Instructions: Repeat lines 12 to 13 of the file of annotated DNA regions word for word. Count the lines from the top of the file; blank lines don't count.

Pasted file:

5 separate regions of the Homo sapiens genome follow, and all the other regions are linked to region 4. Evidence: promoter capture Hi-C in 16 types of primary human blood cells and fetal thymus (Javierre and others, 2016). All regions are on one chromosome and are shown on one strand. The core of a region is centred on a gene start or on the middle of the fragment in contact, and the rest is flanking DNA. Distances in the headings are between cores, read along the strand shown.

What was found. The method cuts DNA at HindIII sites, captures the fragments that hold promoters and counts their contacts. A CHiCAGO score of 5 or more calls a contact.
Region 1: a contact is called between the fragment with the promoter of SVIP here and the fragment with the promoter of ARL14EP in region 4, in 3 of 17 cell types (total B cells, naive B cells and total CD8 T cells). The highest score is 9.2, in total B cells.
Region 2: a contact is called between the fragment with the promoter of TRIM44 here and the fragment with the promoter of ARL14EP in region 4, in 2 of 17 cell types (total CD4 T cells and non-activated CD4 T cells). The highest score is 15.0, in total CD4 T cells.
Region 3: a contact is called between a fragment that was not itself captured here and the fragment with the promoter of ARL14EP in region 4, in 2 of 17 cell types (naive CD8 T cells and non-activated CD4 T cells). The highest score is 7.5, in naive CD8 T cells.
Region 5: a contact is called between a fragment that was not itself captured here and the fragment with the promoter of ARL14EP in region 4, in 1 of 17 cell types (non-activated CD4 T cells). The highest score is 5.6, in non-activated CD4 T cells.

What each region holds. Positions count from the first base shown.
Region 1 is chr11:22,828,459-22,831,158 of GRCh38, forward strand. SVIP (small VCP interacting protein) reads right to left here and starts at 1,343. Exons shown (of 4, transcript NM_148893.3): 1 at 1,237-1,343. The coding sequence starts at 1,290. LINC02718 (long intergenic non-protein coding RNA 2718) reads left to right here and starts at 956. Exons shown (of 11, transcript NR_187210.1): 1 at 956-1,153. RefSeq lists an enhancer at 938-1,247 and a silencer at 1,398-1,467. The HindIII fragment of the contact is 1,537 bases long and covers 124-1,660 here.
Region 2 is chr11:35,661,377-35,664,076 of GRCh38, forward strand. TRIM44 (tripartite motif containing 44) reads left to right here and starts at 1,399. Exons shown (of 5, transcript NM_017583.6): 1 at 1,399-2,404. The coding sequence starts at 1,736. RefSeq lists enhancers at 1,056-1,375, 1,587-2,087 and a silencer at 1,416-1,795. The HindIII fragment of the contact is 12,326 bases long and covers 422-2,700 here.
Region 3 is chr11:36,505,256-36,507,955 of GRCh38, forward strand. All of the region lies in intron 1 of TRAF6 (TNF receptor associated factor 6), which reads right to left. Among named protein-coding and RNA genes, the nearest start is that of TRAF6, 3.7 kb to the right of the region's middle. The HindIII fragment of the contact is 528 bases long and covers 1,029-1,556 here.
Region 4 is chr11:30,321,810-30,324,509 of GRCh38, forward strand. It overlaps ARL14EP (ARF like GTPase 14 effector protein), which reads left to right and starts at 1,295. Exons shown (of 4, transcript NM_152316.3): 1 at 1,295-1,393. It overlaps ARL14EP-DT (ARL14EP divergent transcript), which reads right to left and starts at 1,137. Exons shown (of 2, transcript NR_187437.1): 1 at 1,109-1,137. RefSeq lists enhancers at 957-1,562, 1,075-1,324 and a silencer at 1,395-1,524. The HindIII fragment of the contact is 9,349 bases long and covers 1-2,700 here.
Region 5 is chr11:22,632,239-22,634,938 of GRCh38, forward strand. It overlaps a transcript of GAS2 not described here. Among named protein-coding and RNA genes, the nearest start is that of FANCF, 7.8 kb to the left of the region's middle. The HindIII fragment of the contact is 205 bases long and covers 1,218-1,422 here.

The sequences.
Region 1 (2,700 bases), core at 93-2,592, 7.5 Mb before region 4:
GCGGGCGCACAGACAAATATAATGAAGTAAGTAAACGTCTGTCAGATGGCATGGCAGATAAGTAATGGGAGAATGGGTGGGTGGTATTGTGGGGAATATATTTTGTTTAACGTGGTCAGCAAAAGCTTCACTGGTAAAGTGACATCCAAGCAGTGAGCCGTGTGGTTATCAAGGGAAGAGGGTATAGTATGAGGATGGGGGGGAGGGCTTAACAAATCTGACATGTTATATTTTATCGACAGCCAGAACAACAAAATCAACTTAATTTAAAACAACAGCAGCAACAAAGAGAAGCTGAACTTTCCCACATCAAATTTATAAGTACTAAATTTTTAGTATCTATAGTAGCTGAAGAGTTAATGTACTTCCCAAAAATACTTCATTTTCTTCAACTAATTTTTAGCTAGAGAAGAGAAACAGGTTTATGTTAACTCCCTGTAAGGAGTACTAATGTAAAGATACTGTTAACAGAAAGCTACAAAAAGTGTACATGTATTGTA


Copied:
Region 5 is chr11:22,632,239-22,634,938 of GRCh38, forward strand. It overlaps a transcript of GAS2 not described here. Among named protein-coding and RNA genes, the nearest start is that of FANCF, 7.8 kb to the left of the region's middle. The HindIII fragment of the contact is 205 bases long and covers 1,218-1,422 here.

The sequences.